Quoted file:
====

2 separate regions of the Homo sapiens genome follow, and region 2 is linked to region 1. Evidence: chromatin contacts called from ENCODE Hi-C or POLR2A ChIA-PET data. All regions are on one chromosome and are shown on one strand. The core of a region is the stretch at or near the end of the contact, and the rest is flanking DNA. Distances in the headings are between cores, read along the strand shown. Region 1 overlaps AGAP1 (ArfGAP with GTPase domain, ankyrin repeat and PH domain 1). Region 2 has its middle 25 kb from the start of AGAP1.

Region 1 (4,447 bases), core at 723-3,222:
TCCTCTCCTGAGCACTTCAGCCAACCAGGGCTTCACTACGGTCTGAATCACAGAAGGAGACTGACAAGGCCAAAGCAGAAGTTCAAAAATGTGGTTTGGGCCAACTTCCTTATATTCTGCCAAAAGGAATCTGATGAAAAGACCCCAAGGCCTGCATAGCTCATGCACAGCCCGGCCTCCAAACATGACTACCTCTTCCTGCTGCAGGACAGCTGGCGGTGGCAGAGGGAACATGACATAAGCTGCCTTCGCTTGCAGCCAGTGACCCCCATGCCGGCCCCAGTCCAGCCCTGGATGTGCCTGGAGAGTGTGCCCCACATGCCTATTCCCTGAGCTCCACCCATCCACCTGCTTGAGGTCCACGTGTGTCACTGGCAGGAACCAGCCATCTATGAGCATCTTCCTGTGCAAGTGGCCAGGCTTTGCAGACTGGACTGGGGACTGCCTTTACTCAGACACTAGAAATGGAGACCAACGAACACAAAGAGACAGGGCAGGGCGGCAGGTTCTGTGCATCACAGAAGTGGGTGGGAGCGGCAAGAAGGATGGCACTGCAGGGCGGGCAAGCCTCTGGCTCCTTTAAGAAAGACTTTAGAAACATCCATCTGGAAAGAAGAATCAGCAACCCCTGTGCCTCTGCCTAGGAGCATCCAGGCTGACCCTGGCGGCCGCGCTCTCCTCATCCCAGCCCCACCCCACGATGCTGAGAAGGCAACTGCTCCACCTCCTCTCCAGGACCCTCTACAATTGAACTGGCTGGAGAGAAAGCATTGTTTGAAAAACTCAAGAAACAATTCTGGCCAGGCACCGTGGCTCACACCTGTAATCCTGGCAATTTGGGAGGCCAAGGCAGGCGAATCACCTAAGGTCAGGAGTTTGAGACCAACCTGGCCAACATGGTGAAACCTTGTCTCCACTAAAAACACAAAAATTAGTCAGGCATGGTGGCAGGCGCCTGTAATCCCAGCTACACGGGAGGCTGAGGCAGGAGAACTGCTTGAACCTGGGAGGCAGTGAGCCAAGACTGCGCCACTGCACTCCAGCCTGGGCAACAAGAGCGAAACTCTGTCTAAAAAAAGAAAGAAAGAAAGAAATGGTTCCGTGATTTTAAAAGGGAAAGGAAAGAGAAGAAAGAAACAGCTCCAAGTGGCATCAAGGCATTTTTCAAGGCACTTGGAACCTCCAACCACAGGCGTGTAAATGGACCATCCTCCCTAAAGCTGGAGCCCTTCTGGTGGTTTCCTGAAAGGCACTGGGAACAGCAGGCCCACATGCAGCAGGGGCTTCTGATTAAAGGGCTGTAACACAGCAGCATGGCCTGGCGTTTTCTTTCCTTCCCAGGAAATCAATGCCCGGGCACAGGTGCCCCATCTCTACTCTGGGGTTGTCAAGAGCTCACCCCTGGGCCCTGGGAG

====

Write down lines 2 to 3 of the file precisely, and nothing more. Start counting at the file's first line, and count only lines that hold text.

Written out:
Region 1 (4,447 bases), core at 723-3,222:
TCCTCTCCTGAGCACTTCAGCCAACCAGGGCTTCACTACGGTCTGAATCACAGAAGGAGACTGACAAGGCCAAAGCAGAAGTTCAAAAATGTGGTTTGGGCCAACTTCCTTATATTCTGCCAAAAGGAATCTGATGAAAAGACCCCAAGGCCTGCATAGCTCATGCACAGCCCGGCCTCCAAACATGACTACCTCTTCCTGCTGCAGGACAGCTGGCGGTGGCAGAGGGAACATGACATAAGCTGCCTTCGCTTGCAGCCAGTGACCCCCATGCCGGCCCCAGTCCAGCCCTGGATGTGCCTGGAGAGTGTGCCCCACATGCCTATTCCCTGAGCTCCACCCATCCACCTGCTTGAGGTCCACGTGTGTCACTGGCAGGAACCAGCCATCTATGAGCATCTTCCTGTGCAAGTGGCCAGGCTTTGCAGACTGGACTGGGGACTGCCTTTACTCAGACACTAGAAATGGAGACCAACGAACACAAAGAGACAGGGCAGGGCGGCAGGTTCTGTGCATCACAGAAGTGGGTGGGAGCGGCAAGAAGGATGGCACTGCAGGGCGGGCAAGCCTCTGGCTCCTTTAAGAAAGACTTTAGAAACATCCATCTGGAAAGAAGAATCAGCAACCCCTGTGCCTCTGCCTAGGAGCATCCAGGCTGACCCTGGCGGCCGCGCTCTCCTCATCCCAGCCCCACCCCACGATGCTGAGAAGGCAACTGCTCCACCTCCTCTCCAGGACCCTCTACAATTGAACTGGCTGGAGAGAAAGCATTGTTTGAAAAACTCAAGAAACAATTCTGGCCAGGCACCGTGGCTCACACCTGTAATCCTGGCAATTTGGGAGGCCAAGGCAGGCGAATCACCTAAGGTCAGGAGTTTGAGACCAACCTGGCCAACATGGTGAAACCTTGTCTCCACTAAAAACACAAAAATTAGTCAGGCATGGTGGCAGGCGCCTGTAATCCCAGCTACACGGGAGGCTGAGGCAGGAGAACTGCTTGAACCTGGGAGGCAGTGAGCCAAGACTGCGCCACTGCACTCCAGCCTGGGCAACAAGAGCGAAACTCTGTCTAAAAAAAGAAAGAAAGAAAGAAATGGTTCCGTGATTTTAAAAGGGAAAGGAAAGAGAAGAAAGAAACAGCTCCAAGTGGCATCAAGGCATTTTTCAAGGCACTTGGAACCTCCAACCACAGGCGTGTAAATGGACCATCCTCCCTAAAGCTGGAGCCCTTCTGGTGGTTTCCTGAAAGGCACTGGGAACAGCAGGCCCACATGCAGCAGGGGCTTCTGATTAAAGGGCTGTAACACAGCAGCATGGCCTGGCGTTTTCTTTCCTTCCCAGGAAATCAATGCCCGGGCACAGGTGCCCCATCTCTACTCTGGGGTTGTCAAGAGCTCACCCCTGGGCCCTGGGAG